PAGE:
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Explore the ways in which Priestley's instructions for staging add to the audience's understanding of theme and character in "An Inspector Calls."

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Introduction

Chloe Masters 11c Mrs Joyce Explore the ways in which Priestley's instructions for staging add to the audience's understanding of theme and character in "An Inspector Calls." In your answer you should consider; * The stage set * Sound and lighting effects * Stage directions for the characters throughout the play. John Boynton Priestley was born on the 13th September 1894 in Bradford. He grew up under the strong, heavy influence of his father, who was a committed socialist. John .B. Priestley had the gift of writing quickly and is said never to have corrected his first drafts. In 1945 Priestley wrote his most famous play "An Inspector Calls." Although written at the end of the Second World War the play is set in 1912, two years before the First World War. "An Inspector Calls" is a play he wrote to put forward his views on what he saw as the flaws in Britain's capitalist society in the first half of the twentieth century. The play is set in 1912, where the public is clearly divided into classes: working, upper and middle, with each having its own place in society. "An Inspector Calls" is centered on one particular family, the Birlings. J.B Priestley generally wanted his characters to be as real as possible, so he provided them with a clearly recognisable social background. The Birlings are a very superficial middle class family. He uses The Birlings to get across a very important message, which the Birlings do not learn from. ...read more.

Middle

Before a character speaks there are words such as 'thoughtfully,' and 'slowly,' these are stage directions, and are very important as they help the audience to understand the theme and character of "An Inspector Calls". Priestley's description of Inspector Goole as creating 'an impression of massiveness, solidity and purpose' is a key characteristic, helping to explain his otherwise surprising ability to dominate the arrogant and hypocritical Birlings and Gerald. On several occasions, the Inspector is described as 'cutting through massively', or 'taking charge massively'; reiterating his dominance and forcefulness. He is also described as 'cutting in, calmly' or 'cutting in with authority'. Stage directions such as these help the Inspector to show his personality to the audience, and to keep the play moving forward at a quick pace; he refuses to let the Birlings to distract him from his inquiry. Just before his final speech he is described as 'taking charge masterfully.' All these stage directions help the audience to understand the Inspector is a very dominating character. He is in control; he is not intimidated by the family. The inspector often has stage directions that inform him to speak 'sternly,' 'severely,' 'very deliberately.' This shows he is in emotional control of himself, while in contrast the Birlings often speak 'miserably,' 'bitterly,' 'wildly.' They are much less in control of their emotions. The stage directions give a helpful indication of how different characters respond to the Inspector's interrogation, and how they regard him as a character. ...read more.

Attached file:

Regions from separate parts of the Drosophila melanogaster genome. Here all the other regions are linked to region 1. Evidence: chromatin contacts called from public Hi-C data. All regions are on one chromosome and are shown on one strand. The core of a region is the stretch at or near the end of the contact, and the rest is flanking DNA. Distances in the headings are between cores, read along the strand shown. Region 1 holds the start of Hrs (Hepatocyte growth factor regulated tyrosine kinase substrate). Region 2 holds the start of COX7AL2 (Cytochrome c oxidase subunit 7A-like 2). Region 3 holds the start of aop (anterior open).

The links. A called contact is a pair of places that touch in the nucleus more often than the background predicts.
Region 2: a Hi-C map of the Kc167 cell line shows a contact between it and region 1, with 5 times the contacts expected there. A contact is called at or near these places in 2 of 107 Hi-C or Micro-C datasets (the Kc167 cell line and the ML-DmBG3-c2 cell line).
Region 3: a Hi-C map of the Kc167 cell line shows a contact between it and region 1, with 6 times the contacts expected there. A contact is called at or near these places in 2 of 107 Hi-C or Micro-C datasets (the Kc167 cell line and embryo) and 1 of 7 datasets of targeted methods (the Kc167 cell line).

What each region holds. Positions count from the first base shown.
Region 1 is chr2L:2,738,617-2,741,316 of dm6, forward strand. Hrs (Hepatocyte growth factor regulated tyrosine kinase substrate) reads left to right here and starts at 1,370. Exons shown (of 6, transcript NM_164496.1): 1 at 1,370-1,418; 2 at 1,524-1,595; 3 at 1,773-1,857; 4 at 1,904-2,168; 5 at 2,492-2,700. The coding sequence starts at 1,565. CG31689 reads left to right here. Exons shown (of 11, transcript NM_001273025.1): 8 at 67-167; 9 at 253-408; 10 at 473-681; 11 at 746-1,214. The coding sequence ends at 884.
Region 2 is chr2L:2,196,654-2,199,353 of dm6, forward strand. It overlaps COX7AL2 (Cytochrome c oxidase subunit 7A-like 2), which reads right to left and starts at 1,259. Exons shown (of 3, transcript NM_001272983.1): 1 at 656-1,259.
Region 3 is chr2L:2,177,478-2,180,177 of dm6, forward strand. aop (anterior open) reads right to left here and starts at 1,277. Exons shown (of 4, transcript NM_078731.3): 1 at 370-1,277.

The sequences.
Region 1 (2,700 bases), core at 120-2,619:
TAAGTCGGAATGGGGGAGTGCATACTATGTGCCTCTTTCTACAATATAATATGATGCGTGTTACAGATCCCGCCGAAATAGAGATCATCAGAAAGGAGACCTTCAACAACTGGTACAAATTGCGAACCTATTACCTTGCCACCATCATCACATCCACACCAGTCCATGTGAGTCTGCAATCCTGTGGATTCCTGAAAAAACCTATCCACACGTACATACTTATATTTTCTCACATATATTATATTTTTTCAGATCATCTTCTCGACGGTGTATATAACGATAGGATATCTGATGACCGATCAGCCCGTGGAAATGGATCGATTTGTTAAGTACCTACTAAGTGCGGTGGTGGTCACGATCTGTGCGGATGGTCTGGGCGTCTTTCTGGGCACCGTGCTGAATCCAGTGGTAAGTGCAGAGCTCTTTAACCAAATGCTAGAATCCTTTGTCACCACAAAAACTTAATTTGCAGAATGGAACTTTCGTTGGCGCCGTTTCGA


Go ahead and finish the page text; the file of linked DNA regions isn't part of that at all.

Conclusion

They are not affected at all; it shows how superficial they really are. The stage directions through out the play help the audience to understand the characters, and in the end 'they stare guiltily and dumbfounded,' they have not learnt, except for Sheila and Eric. I think Priestley has great control over the audience and getting his opinions of theme and character across. The stage directions help to enhance the audience's understanding of the characters and their emotions. They reflect the characters' different responses to the news of their role in Eva's death. It adds to the plays dramatic impact. Priestley has great control over time in the play. His timing of entrances and exits is crucial for example; the Inspector arrives immediately after Birling has told Gerald about his impending knighthood about how 'a man has to look after himself and his own.' The unity of time and place is achieved by the events all taking place in the dining room and the action running continuously through all three acts. Even when there is a break between acts where an interval might be placed, the start of the next act takes us to the same point in time at which the audience had left the action. Each part fits together and helps to complete the jigsaw of events and involvements. As the pattern develops the audience is able to predict what will happen next. In conclusion I think that Priestley's instructions for staging add to the audience's understanding of theme and character in "An Inspector Calls" extremely well. John Boynton Priestley leads the characters and the audience from a state of ignorance to a state of knowledge. ...read more.

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